To evaluate the possibility of the prepared tablets causing irritation to the oral mucosa, surface pH studies were performed. Tablets were soaked in 12 mL of buffer solution (phosphate buffer saline, pH 6.8) and allowed to swell for 2 h at room temperature. A pH meter containing a glass electrode was utilized to find out the pH of the resultant swelled tablets by bringing the glass electrode into contact with the surface of the tablet and allowing it to equilibrate for 1 min.18


Moisture absorption ratio

Hot water was taken and the required quantity of agar (5% w/v) was added to it. The resultant solution was added to petri plates and inducted to solidify. Previously, vacuum dried nicorandil buccal tablets (n=6) were taken, weighed individually, and one was laminated with cellophane tape (impermeable backing membrane). The tablets were then placed individually in petri plates so that their other side was in contact with the agar medium, followed by incubation at 37°C for 1 h. After incubation, the buccal tablets were reweighed, and the percentage of moisture absorption was calculated using the following formula:

% Moisture absorption=[(Final weight - Initial weight) / Initial weight] × 100


Ex vivo mucoadhesive strength

Ex vivo mucoadhesive strength was determined using a modified balance method. On the day of the experiment, the authors visited a nearby slaughterhouse and collected surgically cut out goat buccal mucosa, which can be used within 2 h of slaughter, a model substrate used for the present study. To prevent it going rotten, a piece of buccal mucosa was kept in Krebs buffer and stored at 4°C for 2 h. The goat mucosa reached room temperature before further use. This model substrate was then tied to a glass slide to provide it with mechanical strength. On that membrane a tablet was gently put with manual pressure for 5 min after moistening with fluid, which led to bioadhesion. To that biologically attached tablet water was added to detach it from the model substrate, and the amount of water (in grams) needed to detach the tablet from the surface was determined as mucoadhesive strength. Such a procedure was repeated three times and the average mucoadhesive strengths were reported.19,20


Ex vivo mucoadhesion time

Freshly cut goat buccal mucosa was used for the measurement of ex vivo mucoadhesion time (n=3) according to the reported method. Fresh goat buccal mucosa was collected and maintained as described above. A glass slide was taken and excised goat buccal mucosa was tied onto it. Upon this goat buccal membrane a bioadhesive side of the tablet, previously wetted with fluid, was pasted and light force was applied with a fingertip for 30 s. The glass slide along with the pasted tablet was placed in a beaker containing 200 mL of phosphate buffer (pH 6.8) and it was kept at 37±1°C. The beaker containing the entire assembly was slowly stirred similar to the buccal cavity and the entire assembly was monitored for 12 h. The ex vivo mucoadhesion time was calculated as the time required to detach the tablet from the goat membrane that was tied to a glass slide.19,20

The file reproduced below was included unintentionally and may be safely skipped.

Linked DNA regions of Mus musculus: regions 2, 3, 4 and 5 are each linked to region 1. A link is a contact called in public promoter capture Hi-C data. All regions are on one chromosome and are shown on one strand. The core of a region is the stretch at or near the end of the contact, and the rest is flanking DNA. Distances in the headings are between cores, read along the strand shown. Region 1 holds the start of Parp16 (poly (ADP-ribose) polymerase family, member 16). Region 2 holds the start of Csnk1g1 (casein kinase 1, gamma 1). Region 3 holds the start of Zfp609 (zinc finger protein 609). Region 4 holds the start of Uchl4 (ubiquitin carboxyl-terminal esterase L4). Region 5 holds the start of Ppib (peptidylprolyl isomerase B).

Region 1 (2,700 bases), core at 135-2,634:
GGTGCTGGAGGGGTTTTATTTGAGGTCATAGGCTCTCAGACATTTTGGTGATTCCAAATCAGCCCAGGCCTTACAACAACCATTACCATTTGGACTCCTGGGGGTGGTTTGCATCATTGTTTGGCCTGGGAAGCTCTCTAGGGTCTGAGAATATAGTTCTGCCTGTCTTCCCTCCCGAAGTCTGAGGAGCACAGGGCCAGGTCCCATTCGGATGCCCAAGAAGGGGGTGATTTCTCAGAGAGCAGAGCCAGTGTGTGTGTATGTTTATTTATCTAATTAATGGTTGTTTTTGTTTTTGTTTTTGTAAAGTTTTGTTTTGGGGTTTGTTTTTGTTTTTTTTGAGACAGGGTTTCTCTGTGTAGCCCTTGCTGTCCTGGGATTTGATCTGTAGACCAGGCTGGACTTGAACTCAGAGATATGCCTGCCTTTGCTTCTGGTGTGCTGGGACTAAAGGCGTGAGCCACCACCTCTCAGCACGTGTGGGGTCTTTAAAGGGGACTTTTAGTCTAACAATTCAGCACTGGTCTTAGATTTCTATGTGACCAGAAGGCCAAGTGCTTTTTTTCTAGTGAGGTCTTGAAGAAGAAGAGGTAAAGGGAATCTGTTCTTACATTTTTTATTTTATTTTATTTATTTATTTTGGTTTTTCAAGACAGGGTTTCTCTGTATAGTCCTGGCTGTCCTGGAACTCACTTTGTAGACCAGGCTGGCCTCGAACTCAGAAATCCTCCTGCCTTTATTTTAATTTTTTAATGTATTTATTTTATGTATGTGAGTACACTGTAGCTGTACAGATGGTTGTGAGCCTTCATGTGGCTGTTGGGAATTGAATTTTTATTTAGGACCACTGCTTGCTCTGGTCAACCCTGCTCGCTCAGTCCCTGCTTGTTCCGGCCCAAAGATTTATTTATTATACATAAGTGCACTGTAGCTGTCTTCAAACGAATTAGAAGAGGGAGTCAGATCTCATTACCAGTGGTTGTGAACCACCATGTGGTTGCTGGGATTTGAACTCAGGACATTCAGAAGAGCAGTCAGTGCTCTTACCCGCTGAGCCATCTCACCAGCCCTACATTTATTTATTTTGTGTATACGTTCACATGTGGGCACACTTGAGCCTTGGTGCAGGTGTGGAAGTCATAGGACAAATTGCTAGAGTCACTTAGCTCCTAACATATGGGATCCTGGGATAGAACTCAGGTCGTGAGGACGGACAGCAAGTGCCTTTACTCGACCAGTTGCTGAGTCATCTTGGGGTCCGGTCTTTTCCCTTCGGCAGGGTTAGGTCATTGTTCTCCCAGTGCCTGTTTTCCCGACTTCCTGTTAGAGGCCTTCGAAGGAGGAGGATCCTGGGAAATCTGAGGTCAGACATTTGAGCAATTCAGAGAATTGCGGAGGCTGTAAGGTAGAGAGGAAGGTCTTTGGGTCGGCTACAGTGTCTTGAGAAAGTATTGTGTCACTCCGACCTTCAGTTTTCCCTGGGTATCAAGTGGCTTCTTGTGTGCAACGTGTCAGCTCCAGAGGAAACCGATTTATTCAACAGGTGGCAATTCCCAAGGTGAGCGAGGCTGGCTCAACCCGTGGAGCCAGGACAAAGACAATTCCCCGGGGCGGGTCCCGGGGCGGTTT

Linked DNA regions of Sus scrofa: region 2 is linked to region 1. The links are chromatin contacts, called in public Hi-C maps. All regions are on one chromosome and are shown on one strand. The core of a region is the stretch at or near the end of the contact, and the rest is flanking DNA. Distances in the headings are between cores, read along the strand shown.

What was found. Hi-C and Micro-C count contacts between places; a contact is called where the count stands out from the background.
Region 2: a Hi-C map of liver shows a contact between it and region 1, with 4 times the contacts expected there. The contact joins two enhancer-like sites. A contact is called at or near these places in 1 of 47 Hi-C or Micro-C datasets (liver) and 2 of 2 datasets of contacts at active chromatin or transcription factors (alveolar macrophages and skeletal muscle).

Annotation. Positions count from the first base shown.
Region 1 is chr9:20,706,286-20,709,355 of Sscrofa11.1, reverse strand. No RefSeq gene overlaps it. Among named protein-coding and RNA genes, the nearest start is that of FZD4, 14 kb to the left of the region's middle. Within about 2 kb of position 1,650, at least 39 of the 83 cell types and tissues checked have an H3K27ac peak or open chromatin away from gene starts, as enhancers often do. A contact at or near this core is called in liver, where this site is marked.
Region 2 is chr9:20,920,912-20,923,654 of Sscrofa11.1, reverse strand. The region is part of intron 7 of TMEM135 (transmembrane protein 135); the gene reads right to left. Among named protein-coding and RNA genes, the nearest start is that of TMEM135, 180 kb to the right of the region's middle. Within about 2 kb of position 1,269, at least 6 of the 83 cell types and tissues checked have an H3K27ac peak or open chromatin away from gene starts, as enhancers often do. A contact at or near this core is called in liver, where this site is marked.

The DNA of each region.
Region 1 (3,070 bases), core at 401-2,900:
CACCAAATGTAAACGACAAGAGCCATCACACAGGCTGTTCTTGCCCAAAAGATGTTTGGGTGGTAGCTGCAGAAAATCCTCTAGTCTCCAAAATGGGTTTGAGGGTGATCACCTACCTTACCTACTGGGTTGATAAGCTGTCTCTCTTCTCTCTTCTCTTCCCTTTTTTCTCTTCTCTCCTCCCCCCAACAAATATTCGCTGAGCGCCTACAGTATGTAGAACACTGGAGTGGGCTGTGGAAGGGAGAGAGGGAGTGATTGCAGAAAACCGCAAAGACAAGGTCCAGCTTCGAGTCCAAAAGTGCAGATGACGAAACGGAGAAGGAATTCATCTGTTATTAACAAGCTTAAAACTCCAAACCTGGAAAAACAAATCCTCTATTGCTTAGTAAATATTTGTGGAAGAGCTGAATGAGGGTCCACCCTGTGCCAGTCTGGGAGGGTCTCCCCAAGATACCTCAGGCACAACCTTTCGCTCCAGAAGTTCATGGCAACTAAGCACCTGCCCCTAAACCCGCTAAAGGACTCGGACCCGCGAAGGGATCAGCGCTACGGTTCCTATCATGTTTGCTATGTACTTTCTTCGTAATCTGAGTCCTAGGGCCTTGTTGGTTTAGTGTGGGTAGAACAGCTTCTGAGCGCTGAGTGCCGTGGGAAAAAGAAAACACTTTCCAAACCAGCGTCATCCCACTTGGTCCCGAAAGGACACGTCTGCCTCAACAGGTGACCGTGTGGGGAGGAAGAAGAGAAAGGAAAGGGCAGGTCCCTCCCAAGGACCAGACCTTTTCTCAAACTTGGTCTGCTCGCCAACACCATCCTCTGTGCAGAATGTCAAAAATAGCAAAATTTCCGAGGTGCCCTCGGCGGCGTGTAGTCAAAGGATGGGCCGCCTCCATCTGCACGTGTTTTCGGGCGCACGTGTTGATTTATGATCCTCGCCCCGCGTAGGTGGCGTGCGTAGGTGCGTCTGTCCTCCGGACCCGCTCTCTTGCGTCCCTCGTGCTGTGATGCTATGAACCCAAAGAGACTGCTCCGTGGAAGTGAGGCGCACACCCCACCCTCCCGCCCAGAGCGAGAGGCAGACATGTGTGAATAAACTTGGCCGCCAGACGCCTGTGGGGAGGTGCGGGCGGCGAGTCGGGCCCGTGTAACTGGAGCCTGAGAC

Drug release studies

A method previously reported by Daravath et al.21 for furosemide sustained release bilayered buccal tablets was simply followed in the present drug release studies using the US Pharmacopeia XXIII rotating paddle apparatus. An instant adhesive (cyanoacrylate adhesive) was used for pasting the backing layer of the buccal tablet on a glass slide. The slide was then placed at the bottom of the dissolution vessel containing 250 mL of phosphate buffer saline (pH 6.8), which was maintained at 37±0.5°C and rotated at 50 rpm throughout the experiment. Samples (10 mL) were withdrawn at predetermined time intervals in sink condition, followed by filtering through Whatman filter (0.45 µm) paper and analysis by ultraviolet (UV) spectrophotometer at 262 nm.


Ex vivo permeation of drug from buccal tablets